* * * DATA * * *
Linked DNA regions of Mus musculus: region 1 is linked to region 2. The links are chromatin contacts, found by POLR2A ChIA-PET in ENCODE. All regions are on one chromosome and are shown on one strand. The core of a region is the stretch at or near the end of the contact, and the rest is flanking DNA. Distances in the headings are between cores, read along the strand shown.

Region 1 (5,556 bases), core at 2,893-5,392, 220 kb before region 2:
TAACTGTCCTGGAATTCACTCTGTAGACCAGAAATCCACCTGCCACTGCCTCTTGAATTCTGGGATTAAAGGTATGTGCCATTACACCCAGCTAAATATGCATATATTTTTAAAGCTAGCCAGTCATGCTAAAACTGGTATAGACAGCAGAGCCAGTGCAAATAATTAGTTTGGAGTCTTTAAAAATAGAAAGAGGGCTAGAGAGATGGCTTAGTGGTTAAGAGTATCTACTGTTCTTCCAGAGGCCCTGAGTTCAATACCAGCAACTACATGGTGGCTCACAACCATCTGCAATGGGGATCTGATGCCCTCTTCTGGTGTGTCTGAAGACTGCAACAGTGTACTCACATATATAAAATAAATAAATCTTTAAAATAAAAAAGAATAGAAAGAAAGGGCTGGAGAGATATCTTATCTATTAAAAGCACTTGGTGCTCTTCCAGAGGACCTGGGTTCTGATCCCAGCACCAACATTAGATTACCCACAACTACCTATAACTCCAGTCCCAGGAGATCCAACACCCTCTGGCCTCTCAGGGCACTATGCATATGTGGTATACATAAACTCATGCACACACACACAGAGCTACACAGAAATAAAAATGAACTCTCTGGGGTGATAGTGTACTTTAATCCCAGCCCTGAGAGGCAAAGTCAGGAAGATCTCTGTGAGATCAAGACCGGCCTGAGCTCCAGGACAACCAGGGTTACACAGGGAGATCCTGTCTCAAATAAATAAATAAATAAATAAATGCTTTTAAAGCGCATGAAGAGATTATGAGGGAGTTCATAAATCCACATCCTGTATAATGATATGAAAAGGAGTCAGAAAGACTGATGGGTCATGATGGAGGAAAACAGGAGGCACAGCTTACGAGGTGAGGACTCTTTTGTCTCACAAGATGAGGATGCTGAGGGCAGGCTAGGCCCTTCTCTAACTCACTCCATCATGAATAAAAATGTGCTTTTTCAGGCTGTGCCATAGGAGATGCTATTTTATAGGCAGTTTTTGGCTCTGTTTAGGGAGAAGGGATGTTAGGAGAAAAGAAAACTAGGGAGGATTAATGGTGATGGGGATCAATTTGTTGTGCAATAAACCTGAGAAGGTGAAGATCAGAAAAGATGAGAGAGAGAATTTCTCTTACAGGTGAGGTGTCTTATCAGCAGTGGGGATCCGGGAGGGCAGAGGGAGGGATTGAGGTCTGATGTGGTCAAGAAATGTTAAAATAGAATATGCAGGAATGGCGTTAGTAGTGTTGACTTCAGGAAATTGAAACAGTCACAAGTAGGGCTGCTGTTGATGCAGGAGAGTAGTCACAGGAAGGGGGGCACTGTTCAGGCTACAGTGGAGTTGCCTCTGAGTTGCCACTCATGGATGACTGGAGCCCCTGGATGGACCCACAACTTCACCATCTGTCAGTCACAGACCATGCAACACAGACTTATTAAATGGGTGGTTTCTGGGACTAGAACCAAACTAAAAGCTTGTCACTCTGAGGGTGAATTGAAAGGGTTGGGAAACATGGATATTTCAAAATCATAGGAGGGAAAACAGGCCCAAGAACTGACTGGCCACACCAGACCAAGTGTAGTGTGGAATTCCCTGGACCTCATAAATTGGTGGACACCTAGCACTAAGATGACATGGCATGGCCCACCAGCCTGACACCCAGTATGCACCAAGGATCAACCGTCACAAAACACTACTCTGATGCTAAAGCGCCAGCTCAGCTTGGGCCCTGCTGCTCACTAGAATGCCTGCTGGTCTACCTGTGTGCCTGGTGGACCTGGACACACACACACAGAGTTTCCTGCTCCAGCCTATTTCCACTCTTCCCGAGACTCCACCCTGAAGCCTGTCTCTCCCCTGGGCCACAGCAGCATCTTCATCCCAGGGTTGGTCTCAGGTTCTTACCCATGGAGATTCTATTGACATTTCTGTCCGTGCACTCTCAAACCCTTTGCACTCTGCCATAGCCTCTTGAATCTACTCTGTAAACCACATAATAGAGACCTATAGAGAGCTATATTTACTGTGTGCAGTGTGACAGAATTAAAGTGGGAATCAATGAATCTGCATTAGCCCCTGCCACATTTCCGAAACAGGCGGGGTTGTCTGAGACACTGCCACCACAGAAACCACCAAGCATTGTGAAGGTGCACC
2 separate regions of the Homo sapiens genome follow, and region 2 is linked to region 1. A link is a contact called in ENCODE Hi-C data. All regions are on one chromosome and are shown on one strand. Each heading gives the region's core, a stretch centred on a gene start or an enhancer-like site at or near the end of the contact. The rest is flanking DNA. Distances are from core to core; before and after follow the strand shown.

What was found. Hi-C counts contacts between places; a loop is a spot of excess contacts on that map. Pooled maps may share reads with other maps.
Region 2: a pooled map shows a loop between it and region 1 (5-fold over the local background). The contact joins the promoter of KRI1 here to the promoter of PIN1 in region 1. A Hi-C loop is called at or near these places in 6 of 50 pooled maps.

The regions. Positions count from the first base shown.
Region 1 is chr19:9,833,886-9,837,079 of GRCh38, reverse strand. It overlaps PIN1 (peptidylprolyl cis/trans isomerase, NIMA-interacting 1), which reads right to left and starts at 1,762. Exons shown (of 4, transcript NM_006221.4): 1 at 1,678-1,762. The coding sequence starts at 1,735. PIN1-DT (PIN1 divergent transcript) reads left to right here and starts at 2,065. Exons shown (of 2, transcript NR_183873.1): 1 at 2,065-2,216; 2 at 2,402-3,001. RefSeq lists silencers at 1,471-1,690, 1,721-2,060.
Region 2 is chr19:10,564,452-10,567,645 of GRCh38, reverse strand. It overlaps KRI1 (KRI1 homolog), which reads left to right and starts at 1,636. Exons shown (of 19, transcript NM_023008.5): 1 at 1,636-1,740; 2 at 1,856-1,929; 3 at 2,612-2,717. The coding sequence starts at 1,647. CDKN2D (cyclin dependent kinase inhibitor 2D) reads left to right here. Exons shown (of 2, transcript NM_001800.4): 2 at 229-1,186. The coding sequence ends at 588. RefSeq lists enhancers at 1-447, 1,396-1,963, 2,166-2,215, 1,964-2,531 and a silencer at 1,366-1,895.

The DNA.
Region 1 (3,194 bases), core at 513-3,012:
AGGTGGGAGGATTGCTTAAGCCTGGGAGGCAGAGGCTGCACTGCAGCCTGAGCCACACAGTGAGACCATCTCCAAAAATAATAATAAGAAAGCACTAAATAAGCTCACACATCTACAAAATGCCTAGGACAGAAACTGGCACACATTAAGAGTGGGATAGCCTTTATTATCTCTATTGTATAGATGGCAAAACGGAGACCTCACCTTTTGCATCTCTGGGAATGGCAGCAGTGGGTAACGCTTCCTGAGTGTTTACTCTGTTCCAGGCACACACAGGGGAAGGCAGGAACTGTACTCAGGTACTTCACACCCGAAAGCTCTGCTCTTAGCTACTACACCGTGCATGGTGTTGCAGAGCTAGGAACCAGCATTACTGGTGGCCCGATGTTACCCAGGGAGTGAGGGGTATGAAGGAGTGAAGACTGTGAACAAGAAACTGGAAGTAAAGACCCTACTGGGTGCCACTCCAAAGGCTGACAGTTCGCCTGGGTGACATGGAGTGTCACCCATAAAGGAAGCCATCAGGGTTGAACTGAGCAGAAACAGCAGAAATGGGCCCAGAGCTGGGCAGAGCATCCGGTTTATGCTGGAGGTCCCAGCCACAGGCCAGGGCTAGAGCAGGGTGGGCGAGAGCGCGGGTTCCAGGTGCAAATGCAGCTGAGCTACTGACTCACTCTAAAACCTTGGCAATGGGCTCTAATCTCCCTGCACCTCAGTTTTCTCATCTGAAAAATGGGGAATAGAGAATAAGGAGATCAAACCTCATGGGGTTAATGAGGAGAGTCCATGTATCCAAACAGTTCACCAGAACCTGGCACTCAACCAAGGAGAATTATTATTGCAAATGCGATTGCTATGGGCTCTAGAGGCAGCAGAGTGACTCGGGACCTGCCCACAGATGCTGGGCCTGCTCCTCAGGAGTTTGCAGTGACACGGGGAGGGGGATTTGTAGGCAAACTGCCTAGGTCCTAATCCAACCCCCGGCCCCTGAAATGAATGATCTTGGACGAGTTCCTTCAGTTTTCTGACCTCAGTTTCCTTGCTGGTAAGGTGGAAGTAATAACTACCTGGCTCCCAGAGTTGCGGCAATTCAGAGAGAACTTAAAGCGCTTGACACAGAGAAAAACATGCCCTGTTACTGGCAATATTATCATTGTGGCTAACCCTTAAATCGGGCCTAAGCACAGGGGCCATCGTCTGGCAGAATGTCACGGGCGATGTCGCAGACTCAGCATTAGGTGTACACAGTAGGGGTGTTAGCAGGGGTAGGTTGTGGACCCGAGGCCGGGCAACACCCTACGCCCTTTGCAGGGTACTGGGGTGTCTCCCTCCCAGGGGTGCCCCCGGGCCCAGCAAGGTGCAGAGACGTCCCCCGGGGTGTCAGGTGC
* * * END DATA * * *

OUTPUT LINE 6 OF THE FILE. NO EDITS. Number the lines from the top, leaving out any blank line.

Region 2: a pooled map shows a loop between it and region 1 (5-fold over the local background). The contact joins the promoter of KRI1 here to the promoter of PIN1 in region 1. A Hi-C loop is called at or near these places in 6 of 50 pooled maps.